It’s Monday again, welcome to a new week. It’s a special one this week, as it’s Mental Health Awareness Week; a chance for us to check in with ourselves and others about mental health and wellbeing. In the current climate, this is more topical than ever, but I suspect in the current climate it is more likely than ever to get overlooked. My tip would be, don’t overlook it. With all the imposed change we have had hoisted upon us over the last few months, and the uncertainty and lack of control that we have experienced, not only in our work environments but also at home, this week is a great reminder to check in with your own and your staff’s mental health.

Mental Health is a huge topic, so why not focus on one or 2 key feelings. This week I am changing our F- Word webinar to focus on “feelings” and personally I am focusing on stress and kindness. Both of which seem to be in abundance at the moment. Mental health isn’t bad, it just is. We all have it, and it is as important as our physical health to keep well, but we have to look after it. That is why I have chosen both a more positive and more negative “feeling” to focus on. I am lucky enough to know Julian Hall from Calm People. He has years’ of experience developing emotional resilience, which is something we could all do with a dose of in these current strange times. He has a fascinating and clear way of explaining feelings to us, and I am pleased to say he is joining me this week as a guest speaker on my F-Word webinar series at 9.30am on Thursday. We will be dealing with the so called 5 Pillars of stress and exploring your own relationship with stress and how you can help yourself and others. Click here to book your slot.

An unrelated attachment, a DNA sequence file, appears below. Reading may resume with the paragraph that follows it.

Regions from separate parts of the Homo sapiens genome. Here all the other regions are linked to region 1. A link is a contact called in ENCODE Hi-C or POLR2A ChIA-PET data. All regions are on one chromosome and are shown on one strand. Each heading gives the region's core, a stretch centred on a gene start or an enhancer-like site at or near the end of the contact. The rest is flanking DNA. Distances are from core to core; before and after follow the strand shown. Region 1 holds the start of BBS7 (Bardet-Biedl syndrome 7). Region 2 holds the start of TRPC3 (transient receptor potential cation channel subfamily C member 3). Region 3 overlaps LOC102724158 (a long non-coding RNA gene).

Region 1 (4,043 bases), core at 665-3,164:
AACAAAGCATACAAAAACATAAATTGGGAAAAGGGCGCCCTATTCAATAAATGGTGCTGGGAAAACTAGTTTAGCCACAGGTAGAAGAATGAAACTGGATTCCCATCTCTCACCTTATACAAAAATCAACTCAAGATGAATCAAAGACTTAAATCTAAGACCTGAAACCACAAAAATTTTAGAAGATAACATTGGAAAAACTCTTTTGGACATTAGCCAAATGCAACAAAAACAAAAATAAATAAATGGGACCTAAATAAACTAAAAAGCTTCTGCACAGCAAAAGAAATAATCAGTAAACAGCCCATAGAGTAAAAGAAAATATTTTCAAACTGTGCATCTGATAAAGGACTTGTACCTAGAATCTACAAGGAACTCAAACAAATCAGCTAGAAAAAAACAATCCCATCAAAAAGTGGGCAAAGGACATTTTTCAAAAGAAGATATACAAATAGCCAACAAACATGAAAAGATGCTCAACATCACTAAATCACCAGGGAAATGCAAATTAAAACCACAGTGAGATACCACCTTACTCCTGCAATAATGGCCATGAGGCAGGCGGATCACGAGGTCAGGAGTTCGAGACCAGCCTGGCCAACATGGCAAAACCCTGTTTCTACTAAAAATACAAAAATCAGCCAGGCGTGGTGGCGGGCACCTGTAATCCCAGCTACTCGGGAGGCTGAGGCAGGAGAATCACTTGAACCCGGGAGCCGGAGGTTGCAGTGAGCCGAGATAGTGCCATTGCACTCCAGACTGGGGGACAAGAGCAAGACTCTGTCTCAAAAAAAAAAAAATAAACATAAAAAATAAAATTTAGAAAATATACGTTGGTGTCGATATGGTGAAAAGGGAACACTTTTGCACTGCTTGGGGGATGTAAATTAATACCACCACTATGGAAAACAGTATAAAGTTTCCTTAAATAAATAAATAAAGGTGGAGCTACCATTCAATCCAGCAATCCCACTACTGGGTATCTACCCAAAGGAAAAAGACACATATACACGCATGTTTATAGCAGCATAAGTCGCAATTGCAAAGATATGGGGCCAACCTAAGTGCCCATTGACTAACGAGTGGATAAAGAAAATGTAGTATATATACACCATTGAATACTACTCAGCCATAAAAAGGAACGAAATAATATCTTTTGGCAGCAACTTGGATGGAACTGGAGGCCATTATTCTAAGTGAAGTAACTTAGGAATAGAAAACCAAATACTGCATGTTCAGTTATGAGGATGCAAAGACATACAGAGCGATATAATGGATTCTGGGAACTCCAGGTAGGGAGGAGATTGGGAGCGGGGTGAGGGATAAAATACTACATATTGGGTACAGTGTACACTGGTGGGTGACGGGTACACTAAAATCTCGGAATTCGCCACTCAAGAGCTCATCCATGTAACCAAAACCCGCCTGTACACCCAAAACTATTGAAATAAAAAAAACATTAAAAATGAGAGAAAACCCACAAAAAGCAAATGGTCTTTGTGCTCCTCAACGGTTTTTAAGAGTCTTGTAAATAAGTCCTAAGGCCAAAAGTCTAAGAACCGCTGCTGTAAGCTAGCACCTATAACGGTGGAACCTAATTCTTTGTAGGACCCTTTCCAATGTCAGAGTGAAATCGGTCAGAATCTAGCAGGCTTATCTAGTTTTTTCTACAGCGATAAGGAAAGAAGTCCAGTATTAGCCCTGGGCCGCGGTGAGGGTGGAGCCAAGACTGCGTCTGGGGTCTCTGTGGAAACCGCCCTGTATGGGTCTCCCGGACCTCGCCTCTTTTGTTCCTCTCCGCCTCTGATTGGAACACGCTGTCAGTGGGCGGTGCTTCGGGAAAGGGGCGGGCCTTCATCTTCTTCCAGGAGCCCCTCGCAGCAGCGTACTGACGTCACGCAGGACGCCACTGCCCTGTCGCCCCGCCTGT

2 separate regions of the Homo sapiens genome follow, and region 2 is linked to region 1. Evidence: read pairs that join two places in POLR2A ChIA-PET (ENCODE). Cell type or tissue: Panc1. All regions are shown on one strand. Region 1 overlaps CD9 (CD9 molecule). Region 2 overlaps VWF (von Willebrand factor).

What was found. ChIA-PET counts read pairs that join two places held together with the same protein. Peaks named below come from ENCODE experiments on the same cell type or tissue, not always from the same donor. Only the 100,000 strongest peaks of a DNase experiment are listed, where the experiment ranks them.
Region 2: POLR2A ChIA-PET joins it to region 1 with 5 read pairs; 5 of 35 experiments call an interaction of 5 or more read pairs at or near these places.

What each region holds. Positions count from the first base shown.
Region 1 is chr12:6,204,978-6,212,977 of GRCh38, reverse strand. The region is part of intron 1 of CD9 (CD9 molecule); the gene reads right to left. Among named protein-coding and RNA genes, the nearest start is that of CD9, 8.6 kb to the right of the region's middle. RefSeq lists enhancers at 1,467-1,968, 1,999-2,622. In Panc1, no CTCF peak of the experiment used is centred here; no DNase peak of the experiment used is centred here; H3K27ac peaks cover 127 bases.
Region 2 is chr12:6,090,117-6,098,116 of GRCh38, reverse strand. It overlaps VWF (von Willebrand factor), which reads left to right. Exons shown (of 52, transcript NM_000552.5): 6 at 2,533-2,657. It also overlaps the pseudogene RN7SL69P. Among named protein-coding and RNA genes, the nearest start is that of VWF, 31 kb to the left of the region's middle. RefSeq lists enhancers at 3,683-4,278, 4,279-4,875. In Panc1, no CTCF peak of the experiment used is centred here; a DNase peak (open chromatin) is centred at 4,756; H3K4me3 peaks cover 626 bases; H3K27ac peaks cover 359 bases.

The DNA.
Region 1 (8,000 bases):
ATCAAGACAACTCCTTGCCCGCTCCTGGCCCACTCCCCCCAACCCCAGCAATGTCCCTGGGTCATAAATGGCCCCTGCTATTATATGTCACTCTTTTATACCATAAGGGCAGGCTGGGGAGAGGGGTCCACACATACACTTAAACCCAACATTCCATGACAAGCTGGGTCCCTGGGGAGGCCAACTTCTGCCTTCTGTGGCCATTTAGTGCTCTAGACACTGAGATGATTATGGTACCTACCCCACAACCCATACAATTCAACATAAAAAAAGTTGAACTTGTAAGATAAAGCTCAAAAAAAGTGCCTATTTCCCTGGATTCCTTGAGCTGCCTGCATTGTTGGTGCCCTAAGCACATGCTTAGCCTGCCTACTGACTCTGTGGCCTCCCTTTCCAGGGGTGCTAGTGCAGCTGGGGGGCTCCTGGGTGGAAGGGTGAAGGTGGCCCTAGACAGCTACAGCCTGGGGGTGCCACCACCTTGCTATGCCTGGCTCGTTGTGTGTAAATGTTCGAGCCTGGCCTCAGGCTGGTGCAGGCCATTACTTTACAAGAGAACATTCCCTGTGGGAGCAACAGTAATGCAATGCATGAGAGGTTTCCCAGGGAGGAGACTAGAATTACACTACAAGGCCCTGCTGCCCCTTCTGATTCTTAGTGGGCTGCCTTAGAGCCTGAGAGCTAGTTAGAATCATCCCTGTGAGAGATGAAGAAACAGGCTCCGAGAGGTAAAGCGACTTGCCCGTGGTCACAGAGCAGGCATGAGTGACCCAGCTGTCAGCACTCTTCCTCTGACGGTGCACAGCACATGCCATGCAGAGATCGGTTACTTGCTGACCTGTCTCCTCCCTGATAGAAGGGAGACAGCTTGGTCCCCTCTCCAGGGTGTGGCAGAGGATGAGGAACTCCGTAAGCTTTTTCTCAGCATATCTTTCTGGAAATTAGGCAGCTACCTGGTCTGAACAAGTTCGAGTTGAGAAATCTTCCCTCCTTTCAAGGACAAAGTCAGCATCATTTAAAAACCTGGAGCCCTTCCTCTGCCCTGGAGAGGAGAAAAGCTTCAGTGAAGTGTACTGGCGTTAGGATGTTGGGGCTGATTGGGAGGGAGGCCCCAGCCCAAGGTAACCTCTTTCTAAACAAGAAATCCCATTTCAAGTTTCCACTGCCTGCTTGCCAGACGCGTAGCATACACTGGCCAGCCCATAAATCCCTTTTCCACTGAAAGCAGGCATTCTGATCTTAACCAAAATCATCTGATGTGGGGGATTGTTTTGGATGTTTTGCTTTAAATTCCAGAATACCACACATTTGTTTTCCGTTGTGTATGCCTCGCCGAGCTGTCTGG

I happen to think that kindness is overlooked. It has received a lot of media publicity recently, but it’s the little acts that mean so much. To yourself, to your loves ones, to members of your own community and even to strangers, we have all been touched by the seemingly meaningless act of another than means so much to us. Today, I challenge you to do 3 acts of kindness – one to yourself, one to a loved one and one to someone in your community. That may mean, a bath and a good book for you, sending a card to your Dad saying you are thinking of him and a call to your elderly neighbour to check in on her. Whatever you can think of, do it. Then, note it down. If you are like me, you will find this such a heart-warming process you will reap the benefits to your own meant health, creating a virtuous circle. Go on, give it a go!